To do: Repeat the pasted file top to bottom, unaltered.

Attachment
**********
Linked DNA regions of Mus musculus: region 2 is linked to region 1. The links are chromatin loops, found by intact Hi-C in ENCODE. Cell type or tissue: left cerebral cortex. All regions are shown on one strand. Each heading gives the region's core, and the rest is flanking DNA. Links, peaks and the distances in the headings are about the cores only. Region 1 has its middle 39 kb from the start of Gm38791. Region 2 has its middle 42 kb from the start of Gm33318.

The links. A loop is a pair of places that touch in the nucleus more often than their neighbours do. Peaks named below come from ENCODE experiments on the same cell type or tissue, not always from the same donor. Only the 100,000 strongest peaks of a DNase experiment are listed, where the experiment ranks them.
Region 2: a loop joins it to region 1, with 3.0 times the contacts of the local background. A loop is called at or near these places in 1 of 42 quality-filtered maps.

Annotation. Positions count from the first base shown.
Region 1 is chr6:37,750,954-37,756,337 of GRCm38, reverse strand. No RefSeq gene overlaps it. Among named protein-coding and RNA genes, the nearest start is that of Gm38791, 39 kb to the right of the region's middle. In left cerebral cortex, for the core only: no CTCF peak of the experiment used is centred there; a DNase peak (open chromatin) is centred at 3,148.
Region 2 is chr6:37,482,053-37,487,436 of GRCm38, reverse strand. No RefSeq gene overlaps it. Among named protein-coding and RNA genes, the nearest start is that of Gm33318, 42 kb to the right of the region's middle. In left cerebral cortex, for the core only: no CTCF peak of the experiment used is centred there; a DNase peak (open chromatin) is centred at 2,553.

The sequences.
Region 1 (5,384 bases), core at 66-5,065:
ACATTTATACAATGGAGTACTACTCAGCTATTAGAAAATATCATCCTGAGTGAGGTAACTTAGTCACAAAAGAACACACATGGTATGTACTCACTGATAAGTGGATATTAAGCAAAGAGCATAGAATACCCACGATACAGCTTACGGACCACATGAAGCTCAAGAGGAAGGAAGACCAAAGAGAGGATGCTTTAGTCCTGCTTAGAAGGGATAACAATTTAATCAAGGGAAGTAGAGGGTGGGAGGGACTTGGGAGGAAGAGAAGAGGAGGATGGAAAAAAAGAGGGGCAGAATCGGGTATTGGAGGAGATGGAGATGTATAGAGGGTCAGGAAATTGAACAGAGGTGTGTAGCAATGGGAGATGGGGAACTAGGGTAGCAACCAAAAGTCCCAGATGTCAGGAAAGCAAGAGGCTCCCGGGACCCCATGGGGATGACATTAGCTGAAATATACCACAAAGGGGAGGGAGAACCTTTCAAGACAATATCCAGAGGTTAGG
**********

Linked DNA regions of Mus musculus: region 2 is linked to region 1. The links are chromatin loops, found by intact Hi-C in ENCODE. Cell type or tissue: left cerebral cortex. All regions are shown on one strand. Each heading gives the region's core, and the rest is flanking DNA. Links, peaks and the distances in the headings are about the cores only. Region 1 has its middle 39 kb from the start of Gm38791. Region 2 has its middle 42 kb from the start of Gm33318.

The links. A loop is a pair of places that touch in the nucleus more often than their neighbours do. Peaks named below come from ENCODE experiments on the same cell type or tissue, not always from the same donor. Only the 100,000 strongest peaks of a DNase experiment are listed, where the experiment ranks them.
Region 2: a loop joins it to region 1, with 3.0 times the contacts of the local background. A loop is called at or near these places in 1 of 42 quality-filtered maps.

Annotation. Positions count from the first base shown.
Region 1 is chr6:37,750,954-37,756,337 of GRCm38, reverse strand. No RefSeq gene overlaps it. Among named protein-coding and RNA genes, the nearest start is that of Gm38791, 39 kb to the right of the region's middle. In left cerebral cortex, for the core only: no CTCF peak of the experiment used is centred there; a DNase peak (open chromatin) is centred at 3,148.
Region 2 is chr6:37,482,053-37,487,436 of GRCm38, reverse strand. No RefSeq gene overlaps it. Among named protein-coding and RNA genes, the nearest start is that of Gm33318, 42 kb to the right of the region's middle. In left cerebral cortex, for the core only: no CTCF peak of the experiment used is centred there; a DNase peak (open chromatin) is centred at 2,553.

The sequences.
Region 1 (5,384 bases), core at 66-5,065:
ACATTTATACAATGGAGTACTACTCAGCTATTAGAAAATATCATCCTGAGTGAGGTAACTTAGTCACAAAAGAACACACATGGTATGTACTCACTGATAAGTGGATATTAAGCAAAGAGCATAGAATACCCACGATACAGCTTACGGACCACATGAAGCTCAAGAGGAAGGAAGACCAAAGAGAGGATGCTTTAGTCCTGCTTAGAAGGGATAACAATTTAATCAAGGGAAGTAGAGGGTGGGAGGGACTTGGGAGGAAGAGAAGAGGAGGATGGAAAAAAAGAGGGGCAGAATCGGGTATTGGAGGAGATGGAGATGTATAGAGGGTCAGGAAATTGAACAGAGGTGTGTAGCAATGGGAGATGGGGAACTAGGGTAGCAACCAAAAGTCCCAGATGTCAGGAAAGCAAGAGGCTCCCGGGACCCCATGGGGATGACATTAGCTGAAATATACCACAAAGGGGAGGGAGAACCTTTCAAGACAATATCCAGAGGTTAGG